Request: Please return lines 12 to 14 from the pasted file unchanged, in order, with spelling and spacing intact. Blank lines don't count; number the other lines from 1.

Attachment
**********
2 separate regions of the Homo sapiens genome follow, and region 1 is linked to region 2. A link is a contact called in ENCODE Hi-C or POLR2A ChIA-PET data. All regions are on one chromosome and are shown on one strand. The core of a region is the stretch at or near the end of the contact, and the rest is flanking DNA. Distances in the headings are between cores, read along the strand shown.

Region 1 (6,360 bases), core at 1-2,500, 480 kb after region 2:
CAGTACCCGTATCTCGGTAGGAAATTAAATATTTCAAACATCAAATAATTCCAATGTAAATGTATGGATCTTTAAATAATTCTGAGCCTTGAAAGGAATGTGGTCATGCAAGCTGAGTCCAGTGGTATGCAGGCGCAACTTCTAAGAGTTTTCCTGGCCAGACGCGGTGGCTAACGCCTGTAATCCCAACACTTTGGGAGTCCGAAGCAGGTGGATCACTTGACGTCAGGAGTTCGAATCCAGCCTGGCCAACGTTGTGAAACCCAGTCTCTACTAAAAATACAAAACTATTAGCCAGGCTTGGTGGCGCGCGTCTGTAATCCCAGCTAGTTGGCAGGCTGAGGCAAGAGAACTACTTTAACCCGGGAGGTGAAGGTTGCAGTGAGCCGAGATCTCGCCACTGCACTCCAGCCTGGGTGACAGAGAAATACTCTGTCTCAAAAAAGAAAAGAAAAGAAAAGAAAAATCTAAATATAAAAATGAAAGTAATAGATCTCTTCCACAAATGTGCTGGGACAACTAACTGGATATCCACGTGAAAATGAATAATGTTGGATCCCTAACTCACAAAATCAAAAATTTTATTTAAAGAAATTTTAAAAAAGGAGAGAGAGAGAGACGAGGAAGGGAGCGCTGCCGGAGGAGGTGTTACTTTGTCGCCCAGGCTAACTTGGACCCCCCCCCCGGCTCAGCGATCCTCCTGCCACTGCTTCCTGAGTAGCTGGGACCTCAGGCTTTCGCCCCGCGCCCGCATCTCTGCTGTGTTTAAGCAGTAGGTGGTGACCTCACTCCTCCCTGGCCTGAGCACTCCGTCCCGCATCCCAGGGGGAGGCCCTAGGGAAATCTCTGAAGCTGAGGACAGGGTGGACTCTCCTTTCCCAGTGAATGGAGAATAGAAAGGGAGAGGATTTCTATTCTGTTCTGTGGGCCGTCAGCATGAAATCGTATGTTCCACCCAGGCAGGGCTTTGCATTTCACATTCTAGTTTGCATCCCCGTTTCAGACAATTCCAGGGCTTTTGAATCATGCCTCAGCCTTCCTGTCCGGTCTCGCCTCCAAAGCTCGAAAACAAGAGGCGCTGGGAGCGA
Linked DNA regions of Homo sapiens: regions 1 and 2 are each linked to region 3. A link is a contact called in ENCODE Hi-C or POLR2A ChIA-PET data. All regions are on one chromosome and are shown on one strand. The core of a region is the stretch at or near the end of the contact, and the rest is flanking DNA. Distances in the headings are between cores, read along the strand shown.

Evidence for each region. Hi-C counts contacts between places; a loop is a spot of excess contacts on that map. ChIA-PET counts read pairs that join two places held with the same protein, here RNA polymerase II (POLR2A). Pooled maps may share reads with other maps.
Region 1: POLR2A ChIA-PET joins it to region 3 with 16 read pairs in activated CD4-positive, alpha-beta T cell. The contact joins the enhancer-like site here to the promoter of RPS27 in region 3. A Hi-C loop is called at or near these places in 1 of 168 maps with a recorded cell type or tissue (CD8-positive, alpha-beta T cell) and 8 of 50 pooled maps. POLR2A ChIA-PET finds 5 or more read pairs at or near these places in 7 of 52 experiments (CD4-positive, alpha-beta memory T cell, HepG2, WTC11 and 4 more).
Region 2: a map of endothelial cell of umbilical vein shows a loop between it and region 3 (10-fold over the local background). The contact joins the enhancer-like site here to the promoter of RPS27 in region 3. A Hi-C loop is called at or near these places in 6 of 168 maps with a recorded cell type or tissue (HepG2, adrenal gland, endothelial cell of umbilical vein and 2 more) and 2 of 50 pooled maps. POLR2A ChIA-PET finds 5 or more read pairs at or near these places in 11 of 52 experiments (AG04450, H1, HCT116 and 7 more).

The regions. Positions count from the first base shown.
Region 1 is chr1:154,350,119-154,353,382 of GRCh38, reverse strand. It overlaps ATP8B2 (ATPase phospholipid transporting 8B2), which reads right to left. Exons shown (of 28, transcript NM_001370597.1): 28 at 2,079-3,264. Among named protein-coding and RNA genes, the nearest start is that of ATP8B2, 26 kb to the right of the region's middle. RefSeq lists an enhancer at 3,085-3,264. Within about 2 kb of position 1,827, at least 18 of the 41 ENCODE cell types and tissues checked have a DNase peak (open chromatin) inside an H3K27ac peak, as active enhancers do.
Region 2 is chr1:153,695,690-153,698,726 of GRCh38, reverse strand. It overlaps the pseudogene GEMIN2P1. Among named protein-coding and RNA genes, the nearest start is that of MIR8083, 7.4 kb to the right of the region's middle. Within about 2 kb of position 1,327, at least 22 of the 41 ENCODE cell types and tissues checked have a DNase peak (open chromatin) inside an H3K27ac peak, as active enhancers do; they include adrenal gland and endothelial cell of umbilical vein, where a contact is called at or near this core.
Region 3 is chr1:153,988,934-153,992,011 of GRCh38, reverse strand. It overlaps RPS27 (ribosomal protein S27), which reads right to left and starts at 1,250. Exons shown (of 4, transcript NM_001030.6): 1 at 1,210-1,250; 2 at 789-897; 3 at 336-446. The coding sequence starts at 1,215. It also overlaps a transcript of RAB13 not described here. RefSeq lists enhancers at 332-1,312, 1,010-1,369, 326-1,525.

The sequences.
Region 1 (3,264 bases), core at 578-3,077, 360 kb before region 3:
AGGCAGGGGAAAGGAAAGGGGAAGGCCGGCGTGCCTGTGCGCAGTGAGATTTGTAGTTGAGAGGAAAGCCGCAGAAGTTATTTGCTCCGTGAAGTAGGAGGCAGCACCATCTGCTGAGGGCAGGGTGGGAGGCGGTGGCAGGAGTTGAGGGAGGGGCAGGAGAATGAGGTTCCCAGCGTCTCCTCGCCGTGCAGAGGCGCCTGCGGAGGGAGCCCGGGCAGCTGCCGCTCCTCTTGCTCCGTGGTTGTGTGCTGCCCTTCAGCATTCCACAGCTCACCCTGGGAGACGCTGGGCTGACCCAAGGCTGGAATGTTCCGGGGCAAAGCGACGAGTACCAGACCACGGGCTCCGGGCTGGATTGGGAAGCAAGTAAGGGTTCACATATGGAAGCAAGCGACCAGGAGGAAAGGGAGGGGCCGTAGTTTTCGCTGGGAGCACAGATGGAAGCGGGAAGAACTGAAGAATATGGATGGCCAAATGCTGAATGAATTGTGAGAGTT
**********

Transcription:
The sequences.
Region 1 (3,264 bases), core at 578-3,077, 360 kb before region 3:
AGGCAGGGGAAAGGAAAGGGGAAGGCCGGCGTGCCTGTGCGCAGTGAGATTTGTAGTTGAGAGGAAAGCCGCAGAAGTTATTTGCTCCGTGAAGTAGGAGGCAGCACCATCTGCTGAGGGCAGGGTGGGAGGCGGTGGCAGGAGTTGAGGGAGGGGCAGGAGAATGAGGTTCCCAGCGTCTCCTCGCCGTGCAGAGGCGCCTGCGGAGGGAGCCCGGGCAGCTGCCGCTCCTCTTGCTCCGTGGTTGTGTGCTGCCCTTCAGCATTCCACAGCTCACCCTGGGAGACGCTGGGCTGACCCAAGGCTGGAATGTTCCGGGGCAAAGCGACGAGTACCAGACCACGGGCTCCGGGCTGGATTGGGAAGCAAGTAAGGGTTCACATATGGAAGCAAGCGACCAGGAGGAAAGGGAGGGGCCGTAGTTTTCGCTGGGAGCACAGATGGAAGCGGGAAGAACTGAAGAATATGGATGGCCAAATGCTGAATGAATTGTGAGAGTT